česky  english 

Advanced search
Article notification Print Decrease font size Increase font size

Ingenuity and Sharing Defy the Coronavirus Challenge

Solutions developed in the Czech Republic in response to covid-19 and the shortage of protective and medical equipment are offered for use to manufacturers worldwide, including in Pakistan.

The covid-19 crisis in the Czech Republic mobilised individuals, communities, research institutions, and companies into an unprecedented drive of activity and sharing in order to fill the gap in protective gear and medical equipment. Contributing to the common cause, many offer free use of their research in countering covid-19 worldwide.

In reaction to the acute shortage of protective wear for medical personnel, manufacturer of 3D printers Prusa Research has quickly developed and started to mass-produce face shields. Hundreds of thousands of shields have been printed and donated to medics and other professionals in the Czech Republic. However, the shortage is global and everyone with a 3D printer can help: the design of the shields is fully open-source, anyone can produce it and/or modify it. The shields are made from easily accessible and inexpensive materials. Additional information may be found at the web of Prusa Research.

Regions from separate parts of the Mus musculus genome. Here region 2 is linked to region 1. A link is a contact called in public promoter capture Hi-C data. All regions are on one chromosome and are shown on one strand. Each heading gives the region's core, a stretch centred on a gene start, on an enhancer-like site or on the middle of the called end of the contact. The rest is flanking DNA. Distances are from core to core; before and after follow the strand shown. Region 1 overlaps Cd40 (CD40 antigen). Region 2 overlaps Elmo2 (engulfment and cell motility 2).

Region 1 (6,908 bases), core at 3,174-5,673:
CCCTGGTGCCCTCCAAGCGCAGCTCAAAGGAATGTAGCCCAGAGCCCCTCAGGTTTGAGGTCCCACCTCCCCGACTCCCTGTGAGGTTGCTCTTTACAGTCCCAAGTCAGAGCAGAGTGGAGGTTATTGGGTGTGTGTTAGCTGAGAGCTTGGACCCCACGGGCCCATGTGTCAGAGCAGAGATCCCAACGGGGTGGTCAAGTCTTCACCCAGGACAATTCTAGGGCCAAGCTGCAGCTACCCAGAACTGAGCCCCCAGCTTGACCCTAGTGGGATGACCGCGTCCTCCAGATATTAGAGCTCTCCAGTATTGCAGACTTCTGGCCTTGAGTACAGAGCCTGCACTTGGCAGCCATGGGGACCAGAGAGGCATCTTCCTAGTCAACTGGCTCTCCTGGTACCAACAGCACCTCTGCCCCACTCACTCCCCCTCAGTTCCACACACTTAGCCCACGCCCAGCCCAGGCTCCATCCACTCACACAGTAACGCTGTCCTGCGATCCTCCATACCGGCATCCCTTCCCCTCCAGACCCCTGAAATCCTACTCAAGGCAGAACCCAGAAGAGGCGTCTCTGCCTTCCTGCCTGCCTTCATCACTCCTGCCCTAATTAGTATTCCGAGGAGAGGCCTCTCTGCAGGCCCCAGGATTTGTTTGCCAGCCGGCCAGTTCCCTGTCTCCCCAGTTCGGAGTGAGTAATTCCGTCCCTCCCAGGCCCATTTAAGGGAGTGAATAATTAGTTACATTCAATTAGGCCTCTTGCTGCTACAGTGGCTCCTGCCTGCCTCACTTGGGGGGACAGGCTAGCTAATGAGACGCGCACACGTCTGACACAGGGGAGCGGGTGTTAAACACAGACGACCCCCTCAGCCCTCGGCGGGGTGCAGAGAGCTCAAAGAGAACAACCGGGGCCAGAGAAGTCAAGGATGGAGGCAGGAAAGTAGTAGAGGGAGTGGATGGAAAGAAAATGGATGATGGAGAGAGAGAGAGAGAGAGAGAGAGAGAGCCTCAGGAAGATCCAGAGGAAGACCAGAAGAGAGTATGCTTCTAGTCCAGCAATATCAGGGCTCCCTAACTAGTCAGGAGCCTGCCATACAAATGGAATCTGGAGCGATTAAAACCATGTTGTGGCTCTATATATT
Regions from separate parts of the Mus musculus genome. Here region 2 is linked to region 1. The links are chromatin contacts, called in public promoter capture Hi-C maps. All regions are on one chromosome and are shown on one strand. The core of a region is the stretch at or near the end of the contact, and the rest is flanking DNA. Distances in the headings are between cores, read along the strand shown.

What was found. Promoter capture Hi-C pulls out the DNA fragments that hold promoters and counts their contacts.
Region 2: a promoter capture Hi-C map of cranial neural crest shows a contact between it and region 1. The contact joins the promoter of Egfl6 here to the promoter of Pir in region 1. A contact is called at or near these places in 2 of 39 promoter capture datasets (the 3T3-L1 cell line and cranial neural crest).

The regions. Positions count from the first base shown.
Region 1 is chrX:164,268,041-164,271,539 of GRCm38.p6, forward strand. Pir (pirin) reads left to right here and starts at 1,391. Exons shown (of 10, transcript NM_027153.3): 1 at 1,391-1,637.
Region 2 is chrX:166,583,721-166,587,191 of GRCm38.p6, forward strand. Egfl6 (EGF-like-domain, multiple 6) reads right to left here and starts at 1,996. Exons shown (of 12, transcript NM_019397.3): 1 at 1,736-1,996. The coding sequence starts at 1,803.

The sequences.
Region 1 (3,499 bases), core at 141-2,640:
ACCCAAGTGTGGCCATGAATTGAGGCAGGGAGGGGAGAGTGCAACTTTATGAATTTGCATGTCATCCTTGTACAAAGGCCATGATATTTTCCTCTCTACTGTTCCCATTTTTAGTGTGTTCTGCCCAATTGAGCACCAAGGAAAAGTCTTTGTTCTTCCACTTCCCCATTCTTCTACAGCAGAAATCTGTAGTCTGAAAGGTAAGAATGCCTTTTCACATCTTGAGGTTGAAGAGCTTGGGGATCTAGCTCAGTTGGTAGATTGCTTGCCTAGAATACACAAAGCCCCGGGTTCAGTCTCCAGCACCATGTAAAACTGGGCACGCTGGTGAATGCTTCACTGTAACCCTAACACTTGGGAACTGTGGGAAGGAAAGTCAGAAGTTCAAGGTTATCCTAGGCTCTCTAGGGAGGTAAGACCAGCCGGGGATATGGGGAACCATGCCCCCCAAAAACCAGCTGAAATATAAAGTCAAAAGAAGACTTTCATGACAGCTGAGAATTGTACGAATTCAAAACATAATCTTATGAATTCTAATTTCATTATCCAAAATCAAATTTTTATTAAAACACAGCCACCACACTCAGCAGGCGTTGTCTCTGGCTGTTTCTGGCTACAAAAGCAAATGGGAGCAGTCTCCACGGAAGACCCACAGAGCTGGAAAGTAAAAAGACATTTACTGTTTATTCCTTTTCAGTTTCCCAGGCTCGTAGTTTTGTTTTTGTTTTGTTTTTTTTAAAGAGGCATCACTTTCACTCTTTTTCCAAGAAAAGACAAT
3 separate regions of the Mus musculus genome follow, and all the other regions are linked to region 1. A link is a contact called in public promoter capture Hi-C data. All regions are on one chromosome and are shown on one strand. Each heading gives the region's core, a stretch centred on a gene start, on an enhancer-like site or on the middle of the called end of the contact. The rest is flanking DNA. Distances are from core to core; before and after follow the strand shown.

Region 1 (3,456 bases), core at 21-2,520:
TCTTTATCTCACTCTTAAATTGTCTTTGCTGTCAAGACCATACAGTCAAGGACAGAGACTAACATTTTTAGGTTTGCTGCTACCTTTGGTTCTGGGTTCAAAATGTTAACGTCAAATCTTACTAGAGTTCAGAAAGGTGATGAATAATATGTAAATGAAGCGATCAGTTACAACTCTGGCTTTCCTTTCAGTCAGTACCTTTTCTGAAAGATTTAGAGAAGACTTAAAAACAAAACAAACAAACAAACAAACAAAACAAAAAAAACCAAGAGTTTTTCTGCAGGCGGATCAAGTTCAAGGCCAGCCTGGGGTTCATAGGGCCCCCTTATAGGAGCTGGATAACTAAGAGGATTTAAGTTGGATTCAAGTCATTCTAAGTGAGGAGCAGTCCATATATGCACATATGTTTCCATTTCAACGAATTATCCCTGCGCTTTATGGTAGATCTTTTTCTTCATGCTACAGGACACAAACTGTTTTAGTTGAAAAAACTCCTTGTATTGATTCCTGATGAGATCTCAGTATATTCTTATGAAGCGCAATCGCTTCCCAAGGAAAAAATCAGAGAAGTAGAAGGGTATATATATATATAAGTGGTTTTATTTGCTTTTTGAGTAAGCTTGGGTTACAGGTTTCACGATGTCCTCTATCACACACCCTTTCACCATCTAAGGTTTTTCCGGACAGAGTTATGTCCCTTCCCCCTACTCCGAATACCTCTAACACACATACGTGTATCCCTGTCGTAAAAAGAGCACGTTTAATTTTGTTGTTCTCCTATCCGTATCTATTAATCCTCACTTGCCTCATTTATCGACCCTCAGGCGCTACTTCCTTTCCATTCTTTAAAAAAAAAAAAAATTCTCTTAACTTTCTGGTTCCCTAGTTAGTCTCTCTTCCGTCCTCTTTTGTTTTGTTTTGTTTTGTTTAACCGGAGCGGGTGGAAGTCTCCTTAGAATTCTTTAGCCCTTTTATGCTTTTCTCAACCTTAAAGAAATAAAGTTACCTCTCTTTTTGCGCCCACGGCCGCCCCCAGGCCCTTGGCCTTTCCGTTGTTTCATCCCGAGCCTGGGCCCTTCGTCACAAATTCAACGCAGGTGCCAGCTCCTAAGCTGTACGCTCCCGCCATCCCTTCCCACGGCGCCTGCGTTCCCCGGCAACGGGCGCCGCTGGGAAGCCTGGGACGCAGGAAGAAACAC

Czech Institute of Informatics, Robotics and Cybernetics at the Czech Technical University (CIIRC CTU) developed a prototype of safety half-mask RP95 that is printable and can be produced anywhere in the world. While there are dozens, perhaps hundreds, of projects seeking to quickly design emergency medical equipment, CIIRC RP95-3D is one of the few that have received official certifications. The development and certification of the product has been accomplished in one week.

The CIIRC RP95-3D is a personal protective equipment with a P3 replaceable external filter. It meets at least the same degree of protection as a FFP3 class respirator. The mask can be reused thanks to proven sterilization and disinfection procedures. Holders of MultiJet Fusion technology can download and use the data for 3D printing. As their contribution to fighting covid-19, the authors of the prototype provide the license for the production free.

A civic initiative Covid19CZ launched a crowdfunding campaign in order to develop a low-cost ventilator from readily available parts and deliver the product to hospitals free of charge. The initiative included biomedical research scientists, hospital doctors working in Intensive Care Units, and engineers specialised in electronics and manufacturing.

The prototype ventilator under the CoroVent project was completed at the end of March, five pieces are being tested and serial production is supposed to start in mid-April. The device documentation may be downloaded at the CoroVent Project web and used under a temporary open licence.